Lake Tunaicha is located 45 km from Yuzhno-Sakhalinsk, the largest lake in Sakhalin. Tunaicha is popular among ornithologists and simply wildlife lovers. You can get to the lake by minibuses going to Svobodnaya or Okhotskoye, or by ordering transport from a travel agency.

Moneron Island is located southwest of Kholmsk. Despite its significant size (an area of about 30 km2), the island remained uninhabited for a long time and was only occasionally visited by biological expeditions, along with amateur ornithologists and divers. Moneron is interesting for its unique underwater life: due to the warm Tsushima Current, even subtropical mollusks live here. Visibility in the water often reaches 30-40 meters and allows diving. The above-water world is no less interesting: rocky shores, deep canyons, beautiful waterfalls and alpine meadows. Moneron and small adjacent islands are home to colonies of birds, and there are also rookeries for seals and fur seals. You can get to the island by helicopter or boat from Nevelsk (50 km south of Kholmsk). The territory of Moneron is a national park, but there is no independent tourist infrastructure yet - excursions are organized by Sakhalin travel agencies. Diving on the island is provided by the Sakhalin Diving Club.

Tyuleniy Island is a small rocky island in the Sea of Okhotsk, 12 km southwest of Cape Terpeniya. One of the largest seal rookeries and seabird nesting grounds. The territory of the island is a protected area, so you can only get here with a guided tour. Sole organizer of excursions:
Center for Promotion of Tourism Development. ☎ +7 (4242) 48-68-89.

The Zhdanko Ridge is a picturesque mountain range of volcanic origin north of Tomari and the village of Tikhaya. The length of the ridge is 13 km, and its length is only 1.5–2 km. The ridge was formed as a result of the solidification of molten lava coming to the surface of the earth. The area is especially beautiful in spring, when harsh rocks are interspersed with bright green vegetation. There are two to three day routes that run along the entire ridge. It is convenient to get there by the postal and luggage train Yuzhno-Sakhalinsk - Tymovsk, arriving at Tikhaya station around noon.


Things to do

Alpine skiing - Mountain Air resort in the suburbs of Yuzhno-Sakhalinsk
Hiking in the Sakhalin Mountains allows you to see the unique nature of the island; travel agencies conduct organized hikes in the most interesting areas.
Scuba diving is developing on Moneron Island. In principle, there are many other places suitable for diving on Sakhalin and the surrounding islands, but the lack of infrastructure, along with the difficulties of the border regime, makes their use difficult.
Rafting is organized by travel agencies in Yuzhno-Sakhalinsk on the surrounding rivers, mainly from the beginning of May to the end of June, when the water level is highest. The Bykovsky rapids on the Krasnoarmeyka River is one of the most difficult, and a simpler route runs along the Lyutoga River from the village of Pyatirechye to the village of Petropavlovskoye, located a few kilometers north of Aniva Bay.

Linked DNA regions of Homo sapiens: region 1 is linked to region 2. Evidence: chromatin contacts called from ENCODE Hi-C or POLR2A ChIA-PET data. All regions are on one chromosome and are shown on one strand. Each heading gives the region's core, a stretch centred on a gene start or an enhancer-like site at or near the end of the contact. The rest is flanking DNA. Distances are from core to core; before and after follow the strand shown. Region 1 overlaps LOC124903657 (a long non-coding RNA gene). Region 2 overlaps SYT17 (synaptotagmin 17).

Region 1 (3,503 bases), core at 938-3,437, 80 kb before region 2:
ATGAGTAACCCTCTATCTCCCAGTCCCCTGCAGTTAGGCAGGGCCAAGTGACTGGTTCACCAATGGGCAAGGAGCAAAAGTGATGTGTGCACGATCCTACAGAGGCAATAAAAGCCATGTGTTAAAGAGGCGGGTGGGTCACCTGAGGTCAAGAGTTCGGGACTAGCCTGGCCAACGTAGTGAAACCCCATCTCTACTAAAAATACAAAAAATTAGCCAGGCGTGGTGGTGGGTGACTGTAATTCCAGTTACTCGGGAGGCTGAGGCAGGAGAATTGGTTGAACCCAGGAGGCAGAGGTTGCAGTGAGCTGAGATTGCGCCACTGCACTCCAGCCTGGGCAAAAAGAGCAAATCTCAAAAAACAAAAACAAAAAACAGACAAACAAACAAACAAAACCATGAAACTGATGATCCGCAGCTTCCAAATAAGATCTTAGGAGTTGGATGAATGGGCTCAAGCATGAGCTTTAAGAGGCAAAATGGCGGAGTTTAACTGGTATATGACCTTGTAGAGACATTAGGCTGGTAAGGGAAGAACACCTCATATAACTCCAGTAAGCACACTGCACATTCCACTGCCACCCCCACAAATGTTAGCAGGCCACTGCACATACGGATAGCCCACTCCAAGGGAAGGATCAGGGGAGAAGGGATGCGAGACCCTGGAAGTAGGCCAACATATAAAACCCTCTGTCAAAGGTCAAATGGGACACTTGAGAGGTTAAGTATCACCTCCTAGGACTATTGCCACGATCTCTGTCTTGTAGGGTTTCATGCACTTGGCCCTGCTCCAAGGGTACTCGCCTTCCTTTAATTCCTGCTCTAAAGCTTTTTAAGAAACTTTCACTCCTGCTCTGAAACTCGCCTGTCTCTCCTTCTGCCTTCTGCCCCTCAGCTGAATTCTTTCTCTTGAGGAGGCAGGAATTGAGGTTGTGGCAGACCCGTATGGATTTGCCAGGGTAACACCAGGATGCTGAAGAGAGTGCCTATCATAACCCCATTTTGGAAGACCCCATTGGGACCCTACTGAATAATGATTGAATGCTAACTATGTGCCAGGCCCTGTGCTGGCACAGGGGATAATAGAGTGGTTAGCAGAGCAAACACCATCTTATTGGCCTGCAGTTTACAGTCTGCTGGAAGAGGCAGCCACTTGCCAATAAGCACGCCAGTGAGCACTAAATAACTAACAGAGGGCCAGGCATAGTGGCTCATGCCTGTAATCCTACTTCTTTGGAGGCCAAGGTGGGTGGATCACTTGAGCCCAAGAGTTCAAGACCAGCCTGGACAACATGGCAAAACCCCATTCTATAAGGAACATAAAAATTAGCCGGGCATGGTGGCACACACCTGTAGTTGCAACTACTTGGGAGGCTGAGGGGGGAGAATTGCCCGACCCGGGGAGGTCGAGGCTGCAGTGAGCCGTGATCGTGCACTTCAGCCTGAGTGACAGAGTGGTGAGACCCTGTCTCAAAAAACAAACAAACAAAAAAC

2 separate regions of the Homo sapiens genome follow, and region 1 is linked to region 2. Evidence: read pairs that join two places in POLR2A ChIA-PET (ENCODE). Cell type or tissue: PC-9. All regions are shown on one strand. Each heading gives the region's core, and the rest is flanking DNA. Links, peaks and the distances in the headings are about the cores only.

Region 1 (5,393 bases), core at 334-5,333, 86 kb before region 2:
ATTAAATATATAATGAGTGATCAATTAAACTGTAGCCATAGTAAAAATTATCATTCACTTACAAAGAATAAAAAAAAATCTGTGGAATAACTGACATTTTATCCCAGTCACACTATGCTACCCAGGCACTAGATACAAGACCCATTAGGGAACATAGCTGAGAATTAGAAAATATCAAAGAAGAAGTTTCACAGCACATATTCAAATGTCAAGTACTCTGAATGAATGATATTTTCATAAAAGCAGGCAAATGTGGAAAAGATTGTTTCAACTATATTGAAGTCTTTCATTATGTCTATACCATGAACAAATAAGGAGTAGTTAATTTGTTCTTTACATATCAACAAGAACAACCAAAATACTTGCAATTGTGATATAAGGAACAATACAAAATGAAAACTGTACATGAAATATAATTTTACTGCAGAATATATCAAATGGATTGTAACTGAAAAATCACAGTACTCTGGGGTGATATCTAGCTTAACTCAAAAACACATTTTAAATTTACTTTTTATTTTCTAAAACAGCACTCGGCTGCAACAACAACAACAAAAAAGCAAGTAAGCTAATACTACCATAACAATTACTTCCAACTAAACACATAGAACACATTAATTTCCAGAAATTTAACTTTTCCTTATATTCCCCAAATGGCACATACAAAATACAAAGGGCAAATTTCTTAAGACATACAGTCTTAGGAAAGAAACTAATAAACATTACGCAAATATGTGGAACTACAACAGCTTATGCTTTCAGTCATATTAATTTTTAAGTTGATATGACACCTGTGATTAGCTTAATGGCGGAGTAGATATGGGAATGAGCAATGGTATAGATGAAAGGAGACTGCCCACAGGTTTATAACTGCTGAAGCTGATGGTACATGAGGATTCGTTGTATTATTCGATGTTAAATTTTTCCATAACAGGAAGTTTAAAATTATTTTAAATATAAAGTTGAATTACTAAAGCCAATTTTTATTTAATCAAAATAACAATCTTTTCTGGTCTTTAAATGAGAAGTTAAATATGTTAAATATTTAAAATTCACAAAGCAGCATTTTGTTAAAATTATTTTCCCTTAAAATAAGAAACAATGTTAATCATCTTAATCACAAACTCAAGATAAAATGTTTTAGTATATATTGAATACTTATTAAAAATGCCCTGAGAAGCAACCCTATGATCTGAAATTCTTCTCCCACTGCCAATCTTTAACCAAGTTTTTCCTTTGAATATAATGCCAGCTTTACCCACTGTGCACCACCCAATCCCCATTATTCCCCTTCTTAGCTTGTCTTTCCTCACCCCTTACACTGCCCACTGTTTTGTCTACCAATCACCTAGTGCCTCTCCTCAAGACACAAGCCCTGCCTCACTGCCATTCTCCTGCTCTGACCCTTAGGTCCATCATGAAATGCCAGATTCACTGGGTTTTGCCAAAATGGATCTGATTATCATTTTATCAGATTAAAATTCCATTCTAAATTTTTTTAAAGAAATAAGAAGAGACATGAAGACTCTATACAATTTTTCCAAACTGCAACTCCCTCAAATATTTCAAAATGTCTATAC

Everyday Sakhalin food is no different from all-Russian food, and for special occasions in Yuzhno-Sakhalinsk you can find dishes from almost any cuisine. Since the occupation of the southern part of the island by the Japanese, Korean cuisine products have been included in the diet. Salads made from fern, sea grapes, burdock, heh with pollock and other seafood are popular. They can be bought in any supermarket, but the best ones are still sold in the pavilion near the trading house. Grocery stores have a large selection of local sauerkraut Kimchi and imported freeze-dried products. In Yuzhno-Sakhalinsk there are many restaurants with Korean cuisine (Davno-Davno) and small cafes in the food courts of shopping centers (City Mall, Stolitsa). As for fish and seafood. Delicacies are sold in villages along the roads, but it is in such places, according to the observations of the Sakhalin residents themselves, that they offer products that are not the freshest, skillfully disguising them as freshly caught products, and, moreover, at high prices. It is better to buy in specialized stores in the city. The most common are crabs, smoked salmon and red caviar, which costs at least 1500-2000 rubles per kilogram, or 280 rubles for a 140-gram jar (2012). In the northern part of the island there are more traditional dishes prepared from local ingredients: dried (yukola) and frozen (stroganina) fish, seal meat, venison, bear meat, mushrooms and northern berries such as crowberries and blueberries. Korean and Japanese cuisine are common in Yuzhno-Sakhalinsk.

Local alcoholic drinks are represented by beer, which is brewed in many cities of Sakhalin. The main producer is the Yuzhno-Sakhalinsk brewery Kolos, which produces more than a dozen varieties. Beer from Japanese producers is available for sale.


Precautionary measures

Sakhalin is a fairly safe region for travel, although the island's capital, Yuzhno-Sakhalinsk, is notorious for having the highest child crime rate in Russia. In general, if standard precautions are followed, there should be no problems from people. Local residents are for the most part friendly to travelers, although many at the same time have a sharply negative attitude towards central Russia and especially Moscow.

Natural hazards are numerous. Typhoons, prolonged snowfalls and simply sudden changes in temperature are common, and earthquakes occur regularly. In addition, wild animals pose a serious danger - primarily bears, which are found everywhere outside cities. The basic rule of behavior is to scare the bear with sound. Sudden movements or an attempt to escape can, on the contrary, provoke aggression. In most cases, bears do not engage in direct confrontation with humans, but for long hikes it is useful to have means of protection - a gun or a flare. Bears are attracted to food, which therefore needs to be stored in airtight containers or plastic bags.